Camillo Gonsalves, Foreign Minister of St. Vincent and the Grenadines
This year’s Reparations Issues Forum at the Congressional Black Caucus Foundation’s Annual Legislative Conference in Washington, D.C. featured a powerful lineup of powerful speakers who pushed for the creation of an African American Reparations Commission.
With Congressman John Conyers, Jr., Ranking Member, House Judiciary Committee, serving as the Honorary Host, an overflow audience was treated to a series of substantive and powerful presentations calculated to strengthen the Reparations Movement in the Caribbean and the U.S.
Congressman Conyers has championed the cause of Reparations in the Congress by consistently introducing HR-40, the Reparations Study Bill, since 1989. He welcomed the speakers and audience, which included several Ambassador from the Caribbean Diplomatic Corp., by restating the importance of “sustaining a dialogue on the legacy of slavery” as a means of achieving meaningful racial justice and reconciliation in America.
Don Rojas, Director of Communications for the Institute of the Black World 21st Century, introduced the Honorable Camillo Gonsalves, Foreign Minister of St. Vincent and the Grenadines and the Keynote Speaker and Special Guest Sir Hilary Beckles, Chairman of the CARICOM Reparations Commission. Speaking on behalf of Prime Minister Dr. Ralph Gonsalves, who was unable to attend the session, Foreign Minister Gonsalves provided a comprehensive historical background and rationale for CARICOM’s bold, unanimous decision to demand reparations from the former European colonialists for Native genocide and African enslavement. He stated that the demand for “reparatory justice” has become the cornerstone of the domestic and foreign policy of his country.
Fresh off a recent speech on reparations delivered to the House of Commons in Great Britain, Sir Hilary Beckles passionately detailed crimes against Native People and enslaved Africans committed by European colonialists and the gross exploitation that is directly responsible for the underdevelopment of Caribbean nations today. CARICOM’s Ten Point Reparations Program is designed to compel former colonialists to “clean up the mess” they left as a burden for “independent” Caribbean nations. Then, in a tribute to Congressman Conyers for his leadership on reparations, Professor Beckles brought the audience to its feet by proclaiming a “Conyers’ Decade of Reparatory Justice” as a theme to galvanize the Reparations Movement in the U.S. and beyond.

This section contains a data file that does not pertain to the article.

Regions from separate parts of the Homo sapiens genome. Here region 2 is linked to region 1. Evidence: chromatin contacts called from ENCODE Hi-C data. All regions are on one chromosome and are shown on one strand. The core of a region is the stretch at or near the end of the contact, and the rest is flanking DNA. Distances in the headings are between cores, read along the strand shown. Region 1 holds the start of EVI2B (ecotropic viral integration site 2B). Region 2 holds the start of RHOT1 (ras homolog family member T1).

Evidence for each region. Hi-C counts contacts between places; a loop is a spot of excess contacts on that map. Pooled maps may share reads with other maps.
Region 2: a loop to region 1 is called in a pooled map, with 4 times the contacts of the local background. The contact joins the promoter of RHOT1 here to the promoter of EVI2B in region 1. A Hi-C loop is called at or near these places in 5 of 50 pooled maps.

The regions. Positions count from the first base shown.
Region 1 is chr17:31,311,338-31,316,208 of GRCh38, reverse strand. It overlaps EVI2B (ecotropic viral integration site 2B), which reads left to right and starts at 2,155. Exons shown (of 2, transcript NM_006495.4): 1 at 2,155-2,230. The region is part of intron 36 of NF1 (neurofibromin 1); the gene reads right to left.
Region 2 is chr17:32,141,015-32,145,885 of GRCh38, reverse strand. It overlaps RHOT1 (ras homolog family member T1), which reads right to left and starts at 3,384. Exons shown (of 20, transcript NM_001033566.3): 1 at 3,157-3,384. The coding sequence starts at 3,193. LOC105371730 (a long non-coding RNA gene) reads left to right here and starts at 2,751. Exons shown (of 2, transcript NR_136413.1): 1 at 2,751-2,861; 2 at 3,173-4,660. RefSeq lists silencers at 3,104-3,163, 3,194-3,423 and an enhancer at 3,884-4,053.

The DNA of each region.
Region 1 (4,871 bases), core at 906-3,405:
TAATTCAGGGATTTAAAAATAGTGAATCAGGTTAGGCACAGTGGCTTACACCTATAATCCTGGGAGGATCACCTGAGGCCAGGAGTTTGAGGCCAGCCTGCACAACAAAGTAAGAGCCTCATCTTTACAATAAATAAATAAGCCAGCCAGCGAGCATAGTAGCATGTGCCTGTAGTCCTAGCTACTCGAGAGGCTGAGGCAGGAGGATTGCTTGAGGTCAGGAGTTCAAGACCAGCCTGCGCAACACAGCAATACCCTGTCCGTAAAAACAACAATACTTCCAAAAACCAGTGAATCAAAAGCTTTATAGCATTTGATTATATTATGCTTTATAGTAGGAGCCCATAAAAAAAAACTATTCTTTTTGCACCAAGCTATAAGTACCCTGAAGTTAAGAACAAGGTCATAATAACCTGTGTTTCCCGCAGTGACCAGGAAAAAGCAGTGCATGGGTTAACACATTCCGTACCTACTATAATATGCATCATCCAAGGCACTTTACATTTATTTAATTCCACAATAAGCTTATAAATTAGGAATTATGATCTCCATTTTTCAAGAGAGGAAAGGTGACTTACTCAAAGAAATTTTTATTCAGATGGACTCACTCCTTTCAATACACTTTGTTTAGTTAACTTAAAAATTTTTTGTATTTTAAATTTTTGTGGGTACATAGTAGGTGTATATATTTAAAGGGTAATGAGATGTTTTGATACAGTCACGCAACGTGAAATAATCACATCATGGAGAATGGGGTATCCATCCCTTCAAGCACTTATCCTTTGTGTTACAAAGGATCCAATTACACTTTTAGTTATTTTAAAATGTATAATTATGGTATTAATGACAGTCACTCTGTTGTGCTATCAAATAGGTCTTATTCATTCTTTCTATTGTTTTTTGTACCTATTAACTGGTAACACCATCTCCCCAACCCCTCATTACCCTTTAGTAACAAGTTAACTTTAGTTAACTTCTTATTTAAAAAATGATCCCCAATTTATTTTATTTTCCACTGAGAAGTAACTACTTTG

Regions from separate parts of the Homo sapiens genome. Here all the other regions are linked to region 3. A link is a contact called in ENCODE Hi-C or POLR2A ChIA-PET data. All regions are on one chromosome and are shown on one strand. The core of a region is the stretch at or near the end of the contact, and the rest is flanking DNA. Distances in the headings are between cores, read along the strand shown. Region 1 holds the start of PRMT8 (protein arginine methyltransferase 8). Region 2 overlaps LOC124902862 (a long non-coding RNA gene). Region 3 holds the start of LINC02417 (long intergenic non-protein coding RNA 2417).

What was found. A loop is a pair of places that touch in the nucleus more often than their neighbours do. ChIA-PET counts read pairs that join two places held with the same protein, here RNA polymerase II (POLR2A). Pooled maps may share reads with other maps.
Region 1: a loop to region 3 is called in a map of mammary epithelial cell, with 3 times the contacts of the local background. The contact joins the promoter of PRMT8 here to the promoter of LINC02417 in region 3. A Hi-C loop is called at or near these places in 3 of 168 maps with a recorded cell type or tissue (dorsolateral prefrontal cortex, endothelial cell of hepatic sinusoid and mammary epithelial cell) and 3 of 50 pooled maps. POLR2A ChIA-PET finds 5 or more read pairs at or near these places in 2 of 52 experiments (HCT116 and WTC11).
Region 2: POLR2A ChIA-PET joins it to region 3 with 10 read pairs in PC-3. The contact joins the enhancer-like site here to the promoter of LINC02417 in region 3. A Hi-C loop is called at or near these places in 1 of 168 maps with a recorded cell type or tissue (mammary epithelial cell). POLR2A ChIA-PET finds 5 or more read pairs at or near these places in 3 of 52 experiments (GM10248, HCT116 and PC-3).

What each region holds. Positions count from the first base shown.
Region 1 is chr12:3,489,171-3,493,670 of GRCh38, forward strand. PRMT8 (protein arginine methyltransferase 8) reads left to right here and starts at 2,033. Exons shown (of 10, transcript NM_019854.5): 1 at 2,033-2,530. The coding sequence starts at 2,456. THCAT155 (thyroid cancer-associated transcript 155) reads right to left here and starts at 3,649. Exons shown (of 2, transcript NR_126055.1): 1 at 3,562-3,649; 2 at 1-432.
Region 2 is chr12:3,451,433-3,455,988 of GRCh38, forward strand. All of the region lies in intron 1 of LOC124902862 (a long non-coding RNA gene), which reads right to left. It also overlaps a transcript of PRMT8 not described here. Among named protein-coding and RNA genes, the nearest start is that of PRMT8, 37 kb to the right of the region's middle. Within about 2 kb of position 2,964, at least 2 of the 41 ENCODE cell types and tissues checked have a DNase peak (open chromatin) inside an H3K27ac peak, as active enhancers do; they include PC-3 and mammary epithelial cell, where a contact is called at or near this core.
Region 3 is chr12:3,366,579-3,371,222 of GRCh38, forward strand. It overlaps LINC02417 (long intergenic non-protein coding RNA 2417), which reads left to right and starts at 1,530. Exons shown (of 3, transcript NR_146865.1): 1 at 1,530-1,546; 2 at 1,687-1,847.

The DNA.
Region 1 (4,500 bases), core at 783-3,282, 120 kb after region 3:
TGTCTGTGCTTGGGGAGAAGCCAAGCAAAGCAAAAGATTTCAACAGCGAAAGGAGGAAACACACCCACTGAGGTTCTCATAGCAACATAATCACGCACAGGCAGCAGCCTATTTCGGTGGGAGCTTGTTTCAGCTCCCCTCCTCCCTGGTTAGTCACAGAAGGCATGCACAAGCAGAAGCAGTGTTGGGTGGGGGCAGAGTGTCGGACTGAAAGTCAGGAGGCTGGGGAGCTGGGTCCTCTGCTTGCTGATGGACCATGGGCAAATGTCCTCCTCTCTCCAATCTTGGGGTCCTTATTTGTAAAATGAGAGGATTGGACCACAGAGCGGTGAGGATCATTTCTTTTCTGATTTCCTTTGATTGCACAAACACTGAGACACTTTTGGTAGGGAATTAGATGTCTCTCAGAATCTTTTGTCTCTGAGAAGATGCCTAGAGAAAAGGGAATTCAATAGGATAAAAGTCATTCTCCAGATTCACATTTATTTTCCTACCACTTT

Atty. Nkechi Taifa, Senior Policy Analyst, Open Societies Foundations, joined in praising Congressman Conyers for his steadfast and uncompromising work on the issue of reparations. She also acknowledged the milestone contributions of the National Coalition for Reparations for Blacks in America (N’COBRA) and numerous activists and organizers alive and deceased who kept the issue alive among African Americans and people of goodwill. Atty. Taifa reminded the audience of the basic definition for reparations as “the repair of the cultural, spiritual, psychological and physical damage done to a subjugated or oppressed people.”
Ta-Nehisi Coates, Senior Editor, The Atlantic, is a recent convert to reparations whose brilliant and compelling essay The Case for Reparations has introduced a new generation to the concept. He stressed that the process of “extraction” of wealth and opportunities from Africans in America has never been accidental but an ingrained and devastating dimension of the evolution and development of the American nation. If reparations are to be won, this reality must be an integral part of the dialogue. He urged the audience not to be dissuaded by arguments about the feasibility or practically of the concept but to be motivated by the necessity to achieve justice.